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What do all the ratings on my gas meter mean?

bender1227
bender1227 Member Posts: 35
What do all the ratings on my gas meter mean and why are there two pipes coming into my house?

What does the 5psi mean, 250 C.H.F, and 1/2" Diff?

Picture 1: https://imgur.com/a/qnDoYhx
Picture 2: https://imgur.com/a/3vd32h9

I'm trying to get more educated on my gas system in my house.

Thanks!

Comments

  • Snowmelt
    Snowmelt Member Posts: 1,266
    What comes out of your meter is mostly .5 psi and your meter is rated for 250 Cubic feet per hour.
    If you google gas sizing charts they will be more exp.
    The 250 psi is the size as you add appliances your meter needs more c.f.h. A c.f.h is about the same as btu of the equipment.
  • STEVEusaPA
    STEVEusaPA Member Posts: 4,810
    They temperature compensate a natural gas meter?
    steve
  • JUGHNE
    JUGHNE Member Posts: 8,133
    The 5 PSI is the maximum pressure the gas meter is rated to handle.
    The CFH of 250 is typical for the average house.
    Your house may have a load of maybe 150 CFH or so.

    IIRC, the 1/2" diff is the pressure drop across allowed across the meter...not clear on that myself.

    From what gas employee told me:
    The temp compensation is now standard on gas meters.
    The old gas meters were in basements to keep them at a moderate temp for correct reading.

    In your pictures the gas comes in thru the wall below meter on the left side. Then thru the pressure dropping regulator.
    The pressure thru the wall pipe might be a few PSI. 10-20 or so.
    The regulator then puts out either 2 PSI or 4 ounces of gas pressure to feed your house.
    If you have additional separate regulators at each appliance then you may have the 2 PSI thru your meter.

    The second pipe goes up from the regulator vent and outside thru the wall....might have a little "shower head" looking device on the end outside, pointing down.
    The regulator has a rubber diaphragm that moves to regulate the pressure. It has to "breathe" just like your lungs. The outside venting is there in the advent the diaphragm breaks and passes gas to the outside. The end of the vent has to always be open.

    Today it is better to have the regulator and meter outside your house in the advent of leakage. Also it is better to have the underground gas line "break ground" up to the reg/meter and then thru the wall into your house.
    If there are any under ground pipe leaks the gas tends to enter the basement thru the wall.
    With the break ground method that leaking gas is more prone to come up thru the ground at the meter outside.
  • ChrisJ
    ChrisJ Member Posts: 11,491
    The MAOP is Maxim Allowable Operating Pressure, 5 PSI.

    The meter is rated to have a 1/2" drop in pressure across it at 250 CFH. If you try to use more gas through it, it will have a bigger drop. 250 CFH is roughly 250,000 btu/h.

    That meter at 565 CFH has a 2" drop in pressure. That's not stated on the meter, but is in the information sheet for the meter.

    This means at 250,000 BTU/H the pressure coming out of the meter will be 0.5" WC lower than what's going into the meter.





    Single pipe quasi-vapor system. Typical operating pressure 0.14 - 0.43 oz. EcoSteam ES-20 Advanced Control for Residential Steam boilers. Rectorseal Steamaster water treatment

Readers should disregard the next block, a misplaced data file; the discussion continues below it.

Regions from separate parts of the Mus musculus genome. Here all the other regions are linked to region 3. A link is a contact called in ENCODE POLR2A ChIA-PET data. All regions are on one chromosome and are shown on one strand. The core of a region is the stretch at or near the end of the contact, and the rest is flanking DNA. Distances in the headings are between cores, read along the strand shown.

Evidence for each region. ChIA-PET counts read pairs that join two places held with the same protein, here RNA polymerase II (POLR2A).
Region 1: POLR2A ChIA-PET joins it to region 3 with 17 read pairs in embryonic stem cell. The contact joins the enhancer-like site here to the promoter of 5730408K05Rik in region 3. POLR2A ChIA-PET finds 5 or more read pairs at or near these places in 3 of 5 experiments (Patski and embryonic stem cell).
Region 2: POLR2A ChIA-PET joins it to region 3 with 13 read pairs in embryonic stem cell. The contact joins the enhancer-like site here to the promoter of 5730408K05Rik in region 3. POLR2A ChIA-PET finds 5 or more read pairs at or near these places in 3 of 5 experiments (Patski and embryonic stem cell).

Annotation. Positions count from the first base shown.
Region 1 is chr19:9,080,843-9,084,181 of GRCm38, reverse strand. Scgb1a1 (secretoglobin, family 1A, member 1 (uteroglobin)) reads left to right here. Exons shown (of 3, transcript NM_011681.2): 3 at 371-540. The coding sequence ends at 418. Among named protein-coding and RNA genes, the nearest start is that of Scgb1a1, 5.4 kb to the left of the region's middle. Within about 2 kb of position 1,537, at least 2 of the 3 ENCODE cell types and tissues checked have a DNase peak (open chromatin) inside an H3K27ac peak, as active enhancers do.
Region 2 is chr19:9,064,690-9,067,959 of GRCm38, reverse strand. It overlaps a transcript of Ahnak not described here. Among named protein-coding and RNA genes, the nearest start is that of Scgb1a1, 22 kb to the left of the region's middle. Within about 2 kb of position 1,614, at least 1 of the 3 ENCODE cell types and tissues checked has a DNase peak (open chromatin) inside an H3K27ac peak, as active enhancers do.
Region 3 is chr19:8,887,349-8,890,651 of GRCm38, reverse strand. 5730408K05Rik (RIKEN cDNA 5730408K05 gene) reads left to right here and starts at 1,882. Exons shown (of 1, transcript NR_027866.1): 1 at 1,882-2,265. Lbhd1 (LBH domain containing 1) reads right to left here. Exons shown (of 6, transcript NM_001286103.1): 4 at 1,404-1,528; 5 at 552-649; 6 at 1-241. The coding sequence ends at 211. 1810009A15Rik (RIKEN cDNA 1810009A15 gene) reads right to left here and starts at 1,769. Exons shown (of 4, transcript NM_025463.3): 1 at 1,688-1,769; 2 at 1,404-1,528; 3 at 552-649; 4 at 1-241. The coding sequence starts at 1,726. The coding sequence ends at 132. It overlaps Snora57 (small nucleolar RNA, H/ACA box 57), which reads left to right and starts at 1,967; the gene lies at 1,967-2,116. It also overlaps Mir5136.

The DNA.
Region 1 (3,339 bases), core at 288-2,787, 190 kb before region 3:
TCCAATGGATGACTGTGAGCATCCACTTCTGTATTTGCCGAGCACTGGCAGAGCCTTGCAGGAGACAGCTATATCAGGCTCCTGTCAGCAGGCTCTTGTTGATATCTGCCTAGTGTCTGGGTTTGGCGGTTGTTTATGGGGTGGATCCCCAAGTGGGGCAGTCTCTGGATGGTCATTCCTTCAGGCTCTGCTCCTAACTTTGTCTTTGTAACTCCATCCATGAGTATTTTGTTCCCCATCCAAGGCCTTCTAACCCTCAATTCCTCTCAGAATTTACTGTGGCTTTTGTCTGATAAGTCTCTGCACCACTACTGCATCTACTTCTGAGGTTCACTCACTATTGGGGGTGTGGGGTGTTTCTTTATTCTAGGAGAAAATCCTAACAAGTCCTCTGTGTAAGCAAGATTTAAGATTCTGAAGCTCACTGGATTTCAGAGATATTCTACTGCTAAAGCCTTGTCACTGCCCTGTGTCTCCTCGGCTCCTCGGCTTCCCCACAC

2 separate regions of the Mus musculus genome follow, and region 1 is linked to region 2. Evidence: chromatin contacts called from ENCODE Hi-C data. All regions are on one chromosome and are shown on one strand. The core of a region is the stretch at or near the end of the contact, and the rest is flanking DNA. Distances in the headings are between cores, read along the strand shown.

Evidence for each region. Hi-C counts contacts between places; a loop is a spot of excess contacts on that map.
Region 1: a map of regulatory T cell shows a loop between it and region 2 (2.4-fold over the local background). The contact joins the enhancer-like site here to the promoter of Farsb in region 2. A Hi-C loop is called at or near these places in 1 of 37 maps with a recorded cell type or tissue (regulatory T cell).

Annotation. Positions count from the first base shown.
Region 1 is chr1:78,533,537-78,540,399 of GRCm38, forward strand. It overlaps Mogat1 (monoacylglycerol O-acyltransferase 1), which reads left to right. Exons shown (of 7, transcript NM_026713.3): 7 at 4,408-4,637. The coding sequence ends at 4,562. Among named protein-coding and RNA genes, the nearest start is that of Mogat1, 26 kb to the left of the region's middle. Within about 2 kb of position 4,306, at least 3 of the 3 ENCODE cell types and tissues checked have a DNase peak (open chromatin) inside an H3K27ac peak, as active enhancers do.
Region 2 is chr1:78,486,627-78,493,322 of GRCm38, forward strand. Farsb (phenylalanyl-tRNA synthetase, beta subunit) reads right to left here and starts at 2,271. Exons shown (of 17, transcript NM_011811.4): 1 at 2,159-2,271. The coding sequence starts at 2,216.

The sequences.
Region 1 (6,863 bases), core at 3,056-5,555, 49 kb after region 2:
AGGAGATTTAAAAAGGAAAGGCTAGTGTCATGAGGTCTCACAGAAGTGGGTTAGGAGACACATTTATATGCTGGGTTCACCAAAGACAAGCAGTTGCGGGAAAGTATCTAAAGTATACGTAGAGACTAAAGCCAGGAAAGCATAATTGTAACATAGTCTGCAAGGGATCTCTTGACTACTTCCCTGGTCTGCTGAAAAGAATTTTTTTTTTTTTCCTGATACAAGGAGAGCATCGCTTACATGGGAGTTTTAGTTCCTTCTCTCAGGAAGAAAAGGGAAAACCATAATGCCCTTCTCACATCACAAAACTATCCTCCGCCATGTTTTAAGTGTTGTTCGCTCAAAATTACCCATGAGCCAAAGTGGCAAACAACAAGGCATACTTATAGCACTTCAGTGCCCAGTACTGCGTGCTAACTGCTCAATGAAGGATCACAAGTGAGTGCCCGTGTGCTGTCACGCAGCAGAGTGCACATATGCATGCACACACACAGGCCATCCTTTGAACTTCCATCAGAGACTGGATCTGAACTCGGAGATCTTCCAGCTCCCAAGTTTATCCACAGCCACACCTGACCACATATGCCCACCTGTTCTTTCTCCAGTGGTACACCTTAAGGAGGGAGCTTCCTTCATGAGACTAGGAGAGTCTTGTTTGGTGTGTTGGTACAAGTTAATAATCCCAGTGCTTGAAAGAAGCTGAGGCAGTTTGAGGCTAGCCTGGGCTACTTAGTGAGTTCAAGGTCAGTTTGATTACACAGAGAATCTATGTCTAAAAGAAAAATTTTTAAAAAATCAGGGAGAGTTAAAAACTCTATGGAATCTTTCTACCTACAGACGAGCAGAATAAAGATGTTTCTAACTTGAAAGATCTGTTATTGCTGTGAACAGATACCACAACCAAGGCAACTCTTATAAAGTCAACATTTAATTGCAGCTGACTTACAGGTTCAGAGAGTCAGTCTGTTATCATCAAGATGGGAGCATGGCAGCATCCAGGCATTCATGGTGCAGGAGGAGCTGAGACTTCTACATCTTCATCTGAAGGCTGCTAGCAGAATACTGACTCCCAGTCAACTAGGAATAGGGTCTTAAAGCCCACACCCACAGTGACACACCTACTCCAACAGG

• JUGHNE
    JUGHNE Member Posts: 8,133
    ChrisJ, did your info have any stats about the accuracy of the meter if the CFH flow is doubled?
  • ChrisJ
    ChrisJ Member Posts: 11,491
    JUGHNE said:

    ChrisJ, did your info have any stats about the accuracy of the meter if the CFH flow is doubled?

    Interesting thing is over time I've found two different data sheets and the 2" drop lists slightly different ratings, this one shows 583 cfh.

    The "Proof" only goes to just above 250. So, who knows.
    I told my gas co I'm at 350,000 btu/h and they said my 250 is fine for the job. *Shrug*.


    Single pipe quasi-vapor system. Typical operating pressure 0.14 - 0.43 oz. EcoSteam ES-20 Advanced Control for Residential Steam boilers. Rectorseal Steamaster water treatment
  • mattmia2
    mattmia2 Member Posts: 2,628
    ChrisJ said:

    JUGHNE said:

    ChrisJ, did your info have any stats about the accuracy of the meter if the CFH flow is doubled?

    The "Proof" only goes to just above 250. So, who knows.
    I told my gas co I'm at 350,000 btu/h and they said my 250 is fine for the job. *Shrug*.


    You can only say that if you have done the engineering on the system and determined that the lower supply pressure to the system is OK. It is within the code to have more than a .5" drop in pressure in the distribution system as long as you as supplying within the rating plate supply pressure range to the appliance.
  • ChrisJ
    ChrisJ Member Posts: 11,491
    edited August 2020
    mattmia2 said:

    ChrisJ said:

    JUGHNE said:

    ChrisJ, did your info have any stats about the accuracy of the meter if the CFH flow is doubled?

    The "Proof" only goes to just above 250. So, who knows.
    I told my gas co I'm at 350,000 btu/h and they said my 250 is fine for the job. *Shrug*.


    You can only say that if you have done the engineering on the system and determined that the lower supply pressure to the system is OK. It is within the code to have more than a .5" drop in pressure in the distribution system as long as you as supplying within the rating plate supply pressure range to the appliance.